We’d stopped the Bavarian Ripper. Cleared the rest of the Moonlight Carnival of wrongdoing. Thomas was simply giving forensic aid here while Uncle and I traveled to our next destination, where he would, surely, eventually join us. All would be well soon enough—I was simply making more out of our goodbye than what it was. After all of the death I’d faced, it wasn’t hard to find a logical explanation for my hesitancy to say farewell to someone I loved. I reminded myself of earlier sentiments: Science is an altar I pray to. And it offers me solace.

I silently chanted the words like a refrain, staring out at the sea long after Thomas had left.


Liza walked down the promenade deck, hood tugged over her brow to stop the blasts of wind blowing over the Hudson from destroying her stylish coiffure. She stepped up beside me and gazed down at the circus crates that were being unloaded. I admired the painted moons on them—the dark black circles with silver crescents on their sides.

The Moonlight Carnival was off to entertain a new crowd in a new city. I had no doubt that Mephistopheles would steal the hearts and minds of everyone he met. Houdini had a stunningly bright future, too. He was well on the way to becoming legendary. I had a feeling it wouldn’t be the last time we’d hear from either of them.

Which I wasn’t sure was a good thing.

“After everything you did, I would have thought you’d be brave enough to tell him the truth,” she said, gaze fixed on the crates below.

“Who?” I asked. “Mephistopheles?”

“Don’t be purposefully daft,” she slapped my arm.

Andreas had given her a tincture that had knocked her out. Apparently a few hours after my heroic act, she’d come stumbling back to the room, unharmed. He’d grown fond of Liza, her passionate spirit reminding him of his beloved Liesel, and spared her from further torture or death. I crinkled my brow and Liza sighed.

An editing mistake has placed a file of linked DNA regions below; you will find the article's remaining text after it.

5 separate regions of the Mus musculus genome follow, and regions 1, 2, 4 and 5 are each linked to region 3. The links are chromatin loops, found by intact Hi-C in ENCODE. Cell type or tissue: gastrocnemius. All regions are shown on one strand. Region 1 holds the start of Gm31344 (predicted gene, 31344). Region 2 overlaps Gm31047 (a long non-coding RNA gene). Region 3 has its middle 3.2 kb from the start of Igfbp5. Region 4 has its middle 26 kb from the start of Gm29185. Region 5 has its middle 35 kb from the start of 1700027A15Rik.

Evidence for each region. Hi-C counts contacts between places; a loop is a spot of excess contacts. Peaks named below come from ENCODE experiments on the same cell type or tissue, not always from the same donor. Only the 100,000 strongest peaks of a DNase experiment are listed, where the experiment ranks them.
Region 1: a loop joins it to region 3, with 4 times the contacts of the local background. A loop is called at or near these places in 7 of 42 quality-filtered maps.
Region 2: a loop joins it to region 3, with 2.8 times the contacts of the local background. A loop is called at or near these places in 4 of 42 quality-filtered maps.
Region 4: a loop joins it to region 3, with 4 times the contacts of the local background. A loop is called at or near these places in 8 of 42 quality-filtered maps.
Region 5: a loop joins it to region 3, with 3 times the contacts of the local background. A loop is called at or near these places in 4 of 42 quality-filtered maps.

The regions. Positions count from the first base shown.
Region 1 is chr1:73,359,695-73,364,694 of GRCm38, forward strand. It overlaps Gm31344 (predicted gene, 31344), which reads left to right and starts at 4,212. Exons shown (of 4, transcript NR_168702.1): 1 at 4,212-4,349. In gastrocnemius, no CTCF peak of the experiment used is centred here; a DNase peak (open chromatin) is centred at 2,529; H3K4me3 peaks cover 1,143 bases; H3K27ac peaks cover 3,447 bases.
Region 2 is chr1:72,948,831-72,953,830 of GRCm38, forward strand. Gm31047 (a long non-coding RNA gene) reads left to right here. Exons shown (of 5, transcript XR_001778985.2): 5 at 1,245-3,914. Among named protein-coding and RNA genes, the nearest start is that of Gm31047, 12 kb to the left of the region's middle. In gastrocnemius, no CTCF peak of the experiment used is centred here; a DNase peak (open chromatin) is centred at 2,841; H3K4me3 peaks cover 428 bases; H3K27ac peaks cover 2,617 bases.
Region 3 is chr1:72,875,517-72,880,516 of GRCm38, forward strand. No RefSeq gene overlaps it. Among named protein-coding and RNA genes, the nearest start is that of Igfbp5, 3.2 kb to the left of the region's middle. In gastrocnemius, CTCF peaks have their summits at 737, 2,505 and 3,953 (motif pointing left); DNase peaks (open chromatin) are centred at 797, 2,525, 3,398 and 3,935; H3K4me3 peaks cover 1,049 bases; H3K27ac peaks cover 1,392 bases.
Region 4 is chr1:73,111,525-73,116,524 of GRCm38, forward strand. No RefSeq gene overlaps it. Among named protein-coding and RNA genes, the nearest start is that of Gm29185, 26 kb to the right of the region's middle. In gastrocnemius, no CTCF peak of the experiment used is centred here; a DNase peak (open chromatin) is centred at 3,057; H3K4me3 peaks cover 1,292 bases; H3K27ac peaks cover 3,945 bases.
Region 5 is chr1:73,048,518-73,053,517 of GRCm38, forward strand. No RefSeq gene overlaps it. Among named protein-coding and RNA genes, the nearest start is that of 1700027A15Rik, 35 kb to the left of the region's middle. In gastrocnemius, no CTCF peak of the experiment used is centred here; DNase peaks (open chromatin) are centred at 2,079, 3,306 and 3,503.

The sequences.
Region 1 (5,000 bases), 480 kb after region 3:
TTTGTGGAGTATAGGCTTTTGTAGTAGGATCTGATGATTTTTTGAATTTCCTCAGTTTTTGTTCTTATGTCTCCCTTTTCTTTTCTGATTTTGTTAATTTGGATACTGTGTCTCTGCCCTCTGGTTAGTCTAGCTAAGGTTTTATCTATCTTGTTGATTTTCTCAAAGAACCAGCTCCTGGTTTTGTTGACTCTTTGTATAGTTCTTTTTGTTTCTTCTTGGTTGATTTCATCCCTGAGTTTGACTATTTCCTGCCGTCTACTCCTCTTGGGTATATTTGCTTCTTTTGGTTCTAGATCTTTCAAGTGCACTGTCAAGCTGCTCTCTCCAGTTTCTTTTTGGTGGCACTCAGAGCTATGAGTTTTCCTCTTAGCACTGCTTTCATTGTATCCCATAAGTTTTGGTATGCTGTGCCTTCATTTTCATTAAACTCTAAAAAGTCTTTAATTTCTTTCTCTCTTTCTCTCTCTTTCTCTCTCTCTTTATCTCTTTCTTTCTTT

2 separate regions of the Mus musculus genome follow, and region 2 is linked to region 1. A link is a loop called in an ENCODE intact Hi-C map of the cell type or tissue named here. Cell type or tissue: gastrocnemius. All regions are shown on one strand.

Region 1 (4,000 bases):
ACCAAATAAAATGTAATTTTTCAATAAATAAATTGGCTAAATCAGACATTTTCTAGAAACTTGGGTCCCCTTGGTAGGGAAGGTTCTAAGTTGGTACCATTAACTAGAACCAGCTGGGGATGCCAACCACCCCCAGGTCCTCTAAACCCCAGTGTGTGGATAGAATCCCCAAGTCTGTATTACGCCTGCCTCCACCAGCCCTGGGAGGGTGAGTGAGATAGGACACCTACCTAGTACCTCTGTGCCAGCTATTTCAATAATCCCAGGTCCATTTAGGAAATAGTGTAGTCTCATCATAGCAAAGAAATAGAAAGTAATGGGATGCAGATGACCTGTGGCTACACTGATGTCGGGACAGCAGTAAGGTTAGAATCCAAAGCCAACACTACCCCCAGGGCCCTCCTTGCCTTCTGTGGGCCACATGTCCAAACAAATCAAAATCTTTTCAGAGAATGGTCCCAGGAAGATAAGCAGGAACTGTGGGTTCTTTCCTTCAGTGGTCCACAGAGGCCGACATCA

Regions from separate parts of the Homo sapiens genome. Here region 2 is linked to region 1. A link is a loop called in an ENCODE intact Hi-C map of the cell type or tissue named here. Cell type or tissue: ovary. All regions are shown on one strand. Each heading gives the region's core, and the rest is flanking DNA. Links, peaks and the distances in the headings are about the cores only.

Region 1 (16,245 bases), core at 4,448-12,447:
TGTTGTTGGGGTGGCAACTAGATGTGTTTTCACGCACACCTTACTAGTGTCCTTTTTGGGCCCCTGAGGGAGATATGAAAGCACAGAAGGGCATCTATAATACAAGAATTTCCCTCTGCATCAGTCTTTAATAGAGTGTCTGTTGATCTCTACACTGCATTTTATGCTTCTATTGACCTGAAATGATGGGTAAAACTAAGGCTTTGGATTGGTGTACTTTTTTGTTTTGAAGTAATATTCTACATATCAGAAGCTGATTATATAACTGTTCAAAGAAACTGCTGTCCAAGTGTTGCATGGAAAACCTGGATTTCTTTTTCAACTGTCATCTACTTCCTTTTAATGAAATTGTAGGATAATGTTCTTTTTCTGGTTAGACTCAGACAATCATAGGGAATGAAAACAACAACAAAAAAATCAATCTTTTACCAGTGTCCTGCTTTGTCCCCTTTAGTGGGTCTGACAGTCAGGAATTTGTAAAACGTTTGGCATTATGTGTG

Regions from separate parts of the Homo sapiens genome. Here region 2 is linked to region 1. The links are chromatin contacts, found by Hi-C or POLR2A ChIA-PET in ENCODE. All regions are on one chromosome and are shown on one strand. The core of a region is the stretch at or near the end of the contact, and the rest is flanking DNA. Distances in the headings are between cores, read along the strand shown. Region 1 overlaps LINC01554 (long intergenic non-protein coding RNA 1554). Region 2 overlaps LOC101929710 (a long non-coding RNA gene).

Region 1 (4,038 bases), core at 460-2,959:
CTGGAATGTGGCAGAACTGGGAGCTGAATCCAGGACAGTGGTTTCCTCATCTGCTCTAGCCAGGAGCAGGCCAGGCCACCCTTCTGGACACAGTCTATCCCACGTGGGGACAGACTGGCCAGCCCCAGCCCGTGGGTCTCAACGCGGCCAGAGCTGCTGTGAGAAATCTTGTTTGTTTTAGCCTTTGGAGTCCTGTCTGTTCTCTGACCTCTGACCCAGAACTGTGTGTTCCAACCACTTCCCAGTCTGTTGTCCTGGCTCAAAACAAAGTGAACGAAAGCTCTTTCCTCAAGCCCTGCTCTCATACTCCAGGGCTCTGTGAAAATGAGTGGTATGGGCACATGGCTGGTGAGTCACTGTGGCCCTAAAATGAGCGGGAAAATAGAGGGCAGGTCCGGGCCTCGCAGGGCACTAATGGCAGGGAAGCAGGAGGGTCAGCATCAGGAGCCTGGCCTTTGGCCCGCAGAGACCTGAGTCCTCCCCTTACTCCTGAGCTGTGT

“Honestly? You carve open the dead, seeking the truth behind their deaths. You crave dissecting things to solve puzzles. Yet you are hopeless, dear cousin, when it comes to being truthful. Most especially to yourself.” She faced me, hands on her hips. “Did you tell Mr. Cresswell that you love him? That you cannot wait to see him again? That you are afraid he blames himself every time he sees your injury?” She studied me and shook her head. “No, you didn’t. You stuffed it all inside and pretended everything was well. But that isn’t the truth, is it? You’re worried.”

“I… it’s—it’s all very complicated.”

Liza actually snorted. “It’s truly not that complicated at all, Cousin. Thomas—cunning as he is—believes every half-truth you tell him and yourself. He cannot see through your mask. It’s likely the only thing he cannot puzzle out, and I’d wager it’s because he feels too much for you. I guarantee he believes he’s doing the gentlemanly thing by leaving—he’s giving you a choice to follow Mephistopheles, even if it breaks him apart. Did you notice the red rimming his eyes? He’s not slept since you were hurt. Uncle tried removing him from your rooms and your Mr. Cresswell nearly turned feral at the idea of leaving your side. You’re both so intelligent in matters involving the mind, but the heart? It’s as if beings from other galaxies are puzzling out fried potatoes.”